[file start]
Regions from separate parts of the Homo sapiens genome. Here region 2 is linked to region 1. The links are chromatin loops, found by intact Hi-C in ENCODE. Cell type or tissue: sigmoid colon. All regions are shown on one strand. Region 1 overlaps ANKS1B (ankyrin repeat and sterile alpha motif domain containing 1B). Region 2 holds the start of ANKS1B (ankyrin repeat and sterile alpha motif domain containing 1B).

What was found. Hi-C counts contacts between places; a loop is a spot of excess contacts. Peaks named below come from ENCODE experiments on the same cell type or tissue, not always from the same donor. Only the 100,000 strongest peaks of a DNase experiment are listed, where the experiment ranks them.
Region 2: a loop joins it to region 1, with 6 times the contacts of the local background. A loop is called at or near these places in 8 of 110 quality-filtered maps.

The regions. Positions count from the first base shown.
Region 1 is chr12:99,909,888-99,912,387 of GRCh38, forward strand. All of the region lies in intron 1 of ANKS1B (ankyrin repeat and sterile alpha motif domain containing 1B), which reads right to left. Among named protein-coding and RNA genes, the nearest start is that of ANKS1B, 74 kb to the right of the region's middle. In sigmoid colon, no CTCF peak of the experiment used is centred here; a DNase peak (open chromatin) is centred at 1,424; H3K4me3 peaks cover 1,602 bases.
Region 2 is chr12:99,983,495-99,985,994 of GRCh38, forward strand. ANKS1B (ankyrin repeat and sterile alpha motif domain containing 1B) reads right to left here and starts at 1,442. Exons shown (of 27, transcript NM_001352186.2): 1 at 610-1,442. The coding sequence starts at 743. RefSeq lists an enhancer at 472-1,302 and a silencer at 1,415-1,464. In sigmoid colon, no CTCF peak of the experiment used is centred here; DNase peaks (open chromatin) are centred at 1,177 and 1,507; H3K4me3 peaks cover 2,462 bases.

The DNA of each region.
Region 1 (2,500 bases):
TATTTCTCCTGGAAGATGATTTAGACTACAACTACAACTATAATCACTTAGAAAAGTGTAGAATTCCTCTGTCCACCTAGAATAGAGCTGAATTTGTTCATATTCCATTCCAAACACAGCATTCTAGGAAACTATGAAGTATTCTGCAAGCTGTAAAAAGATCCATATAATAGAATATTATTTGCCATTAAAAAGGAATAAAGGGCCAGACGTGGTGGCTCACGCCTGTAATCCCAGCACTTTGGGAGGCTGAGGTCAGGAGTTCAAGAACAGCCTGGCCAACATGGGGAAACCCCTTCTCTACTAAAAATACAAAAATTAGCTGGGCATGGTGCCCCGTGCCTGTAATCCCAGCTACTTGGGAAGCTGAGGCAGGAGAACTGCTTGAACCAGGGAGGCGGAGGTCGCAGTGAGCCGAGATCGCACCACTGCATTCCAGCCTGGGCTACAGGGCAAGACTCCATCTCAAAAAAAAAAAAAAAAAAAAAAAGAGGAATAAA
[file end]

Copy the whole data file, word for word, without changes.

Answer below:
Regions from separate parts of the Homo sapiens genome. Here region 2 is linked to region 1. The links are chromatin loops, found by intact Hi-C in ENCODE. Cell type or tissue: sigmoid colon. All regions are shown on one strand. Region 1 overlaps ANKS1B (ankyrin repeat and sterile alpha motif domain containing 1B). Region 2 holds the start of ANKS1B (ankyrin repeat and sterile alpha motif domain containing 1B).

What was found. Hi-C counts contacts between places; a loop is a spot of excess contacts. Peaks named below come from ENCODE experiments on the same cell type or tissue, not always from the same donor. Only the 100,000 strongest peaks of a DNase experiment are listed, where the experiment ranks them.
Region 2: a loop joins it to region 1, with 6 times the contacts of the local background. A loop is called at or near these places in 8 of 110 quality-filtered maps.

The regions. Positions count from the first base shown.
Region 1 is chr12:99,909,888-99,912,387 of GRCh38, forward strand. All of the region lies in intron 1 of ANKS1B (ankyrin repeat and sterile alpha motif domain containing 1B), which reads right to left. Among named protein-coding and RNA genes, the nearest start is that of ANKS1B, 74 kb to the right of the region's middle. In sigmoid colon, no CTCF peak of the experiment used is centred here; a DNase peak (open chromatin) is centred at 1,424; H3K4me3 peaks cover 1,602 bases.
Region 2 is chr12:99,983,495-99,985,994 of GRCh38, forward strand. ANKS1B (ankyrin repeat and sterile alpha motif domain containing 1B) reads right to left here and starts at 1,442. Exons shown (of 27, transcript NM_001352186.2): 1 at 610-1,442. The coding sequence starts at 743. RefSeq lists an enhancer at 472-1,302 and a silencer at 1,415-1,464. In sigmoid colon, no CTCF peak of the experiment used is centred here; DNase peaks (open chromatin) are centred at 1,177 and 1,507; H3K4me3 peaks cover 2,462 bases.

The DNA of each region.
Region 1 (2,500 bases):
TATTTCTCCTGGAAGATGATTTAGACTACAACTACAACTATAATCACTTAGAAAAGTGTAGAATTCCTCTGTCCACCTAGAATAGAGCTGAATTTGTTCATATTCCATTCCAAACACAGCATTCTAGGAAACTATGAAGTATTCTGCAAGCTGTAAAAAGATCCATATAATAGAATATTATTTGCCATTAAAAAGGAATAAAGGGCCAGACGTGGTGGCTCACGCCTGTAATCCCAGCACTTTGGGAGGCTGAGGTCAGGAGTTCAAGAACAGCCTGGCCAACATGGGGAAACCCCTTCTCTACTAAAAATACAAAAATTAGCTGGGCATGGTGCCCCGTGCCTGTAATCCCAGCTACTTGGGAAGCTGAGGCAGGAGAACTGCTTGAACCAGGGAGGCGGAGGTCGCAGTGAGCCGAGATCGCACCACTGCATTCCAGCCTGGGCTACAGGGCAAGACTCCATCTCAAAAAAAAAAAAAAAAAAAAAAAGAGGAATAAA